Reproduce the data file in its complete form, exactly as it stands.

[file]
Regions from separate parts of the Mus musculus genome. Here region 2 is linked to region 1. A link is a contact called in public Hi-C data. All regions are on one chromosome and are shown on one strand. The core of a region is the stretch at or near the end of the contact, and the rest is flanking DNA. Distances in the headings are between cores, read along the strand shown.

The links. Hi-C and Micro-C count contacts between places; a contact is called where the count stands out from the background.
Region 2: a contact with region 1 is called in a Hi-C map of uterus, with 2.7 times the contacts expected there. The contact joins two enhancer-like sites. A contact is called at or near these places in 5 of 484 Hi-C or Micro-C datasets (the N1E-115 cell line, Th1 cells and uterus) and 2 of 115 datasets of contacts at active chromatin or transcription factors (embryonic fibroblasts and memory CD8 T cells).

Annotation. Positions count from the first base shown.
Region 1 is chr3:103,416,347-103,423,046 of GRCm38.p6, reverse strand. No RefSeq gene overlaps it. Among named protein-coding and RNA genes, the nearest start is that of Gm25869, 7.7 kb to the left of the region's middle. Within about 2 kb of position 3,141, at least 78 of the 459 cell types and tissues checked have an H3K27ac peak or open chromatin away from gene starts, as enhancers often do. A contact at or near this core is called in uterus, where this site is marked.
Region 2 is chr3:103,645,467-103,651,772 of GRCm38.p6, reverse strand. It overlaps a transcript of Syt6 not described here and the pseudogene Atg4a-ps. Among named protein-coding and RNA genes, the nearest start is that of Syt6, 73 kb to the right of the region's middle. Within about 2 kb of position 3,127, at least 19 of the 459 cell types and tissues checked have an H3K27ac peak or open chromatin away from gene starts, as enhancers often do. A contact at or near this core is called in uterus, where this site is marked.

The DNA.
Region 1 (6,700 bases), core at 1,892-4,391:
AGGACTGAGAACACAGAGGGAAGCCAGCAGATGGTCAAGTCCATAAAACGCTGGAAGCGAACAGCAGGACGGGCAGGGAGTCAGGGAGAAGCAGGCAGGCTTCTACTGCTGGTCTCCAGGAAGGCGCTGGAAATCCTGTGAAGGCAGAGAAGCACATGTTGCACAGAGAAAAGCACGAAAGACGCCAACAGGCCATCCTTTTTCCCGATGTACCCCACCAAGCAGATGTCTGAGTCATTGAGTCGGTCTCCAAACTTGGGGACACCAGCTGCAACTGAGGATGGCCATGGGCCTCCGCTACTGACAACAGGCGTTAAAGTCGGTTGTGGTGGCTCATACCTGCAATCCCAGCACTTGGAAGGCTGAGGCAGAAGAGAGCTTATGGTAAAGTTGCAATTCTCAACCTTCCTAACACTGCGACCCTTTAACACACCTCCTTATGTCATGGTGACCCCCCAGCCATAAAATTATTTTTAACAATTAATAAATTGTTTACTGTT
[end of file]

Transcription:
Regions from separate parts of the Mus musculus genome. Here region 2 is linked to region 1. A link is a contact called in public Hi-C data. All regions are on one chromosome and are shown on one strand. The core of a region is the stretch at or near the end of the contact, and the rest is flanking DNA. Distances in the headings are between cores, read along the strand shown.

The links. Hi-C and Micro-C count contacts between places; a contact is called where the count stands out from the background.
Region 2: a contact with region 1 is called in a Hi-C map of uterus, with 2.7 times the contacts expected there. The contact joins two enhancer-like sites. A contact is called at or near these places in 5 of 484 Hi-C or Micro-C datasets (the N1E-115 cell line, Th1 cells and uterus) and 2 of 115 datasets of contacts at active chromatin or transcription factors (embryonic fibroblasts and memory CD8 T cells).

Annotation. Positions count from the first base shown.
Region 1 is chr3:103,416,347-103,423,046 of GRCm38.p6, reverse strand. No RefSeq gene overlaps it. Among named protein-coding and RNA genes, the nearest start is that of Gm25869, 7.7 kb to the left of the region's middle. Within about 2 kb of position 3,141, at least 78 of the 459 cell types and tissues checked have an H3K27ac peak or open chromatin away from gene starts, as enhancers often do. A contact at or near this core is called in uterus, where this site is marked.
Region 2 is chr3:103,645,467-103,651,772 of GRCm38.p6, reverse strand. It overlaps a transcript of Syt6 not described here and the pseudogene Atg4a-ps. Among named protein-coding and RNA genes, the nearest start is that of Syt6, 73 kb to the right of the region's middle. Within about 2 kb of position 3,127, at least 19 of the 459 cell types and tissues checked have an H3K27ac peak or open chromatin away from gene starts, as enhancers often do. A contact at or near this core is called in uterus, where this site is marked.

The DNA.
Region 1 (6,700 bases), core at 1,892-4,391:
AGGACTGAGAACACAGAGGGAAGCCAGCAGATGGTCAAGTCCATAAAACGCTGGAAGCGAACAGCAGGACGGGCAGGGAGTCAGGGAGAAGCAGGCAGGCTTCTACTGCTGGTCTCCAGGAAGGCGCTGGAAATCCTGTGAAGGCAGAGAAGCACATGTTGCACAGAGAAAAGCACGAAAGACGCCAACAGGCCATCCTTTTTCCCGATGTACCCCACCAAGCAGATGTCTGAGTCATTGAGTCGGTCTCCAAACTTGGGGACACCAGCTGCAACTGAGGATGGCCATGGGCCTCCGCTACTGACAACAGGCGTTAAAGTCGGTTGTGGTGGCTCATACCTGCAATCCCAGCACTTGGAAGGCTGAGGCAGAAGAGAGCTTATGGTAAAGTTGCAATTCTCAACCTTCCTAACACTGCGACCCTTTAACACACCTCCTTATGTCATGGTGACCCCCCAGCCATAAAATTATTTTTAACAATTAATAAATTGTTTACTGTT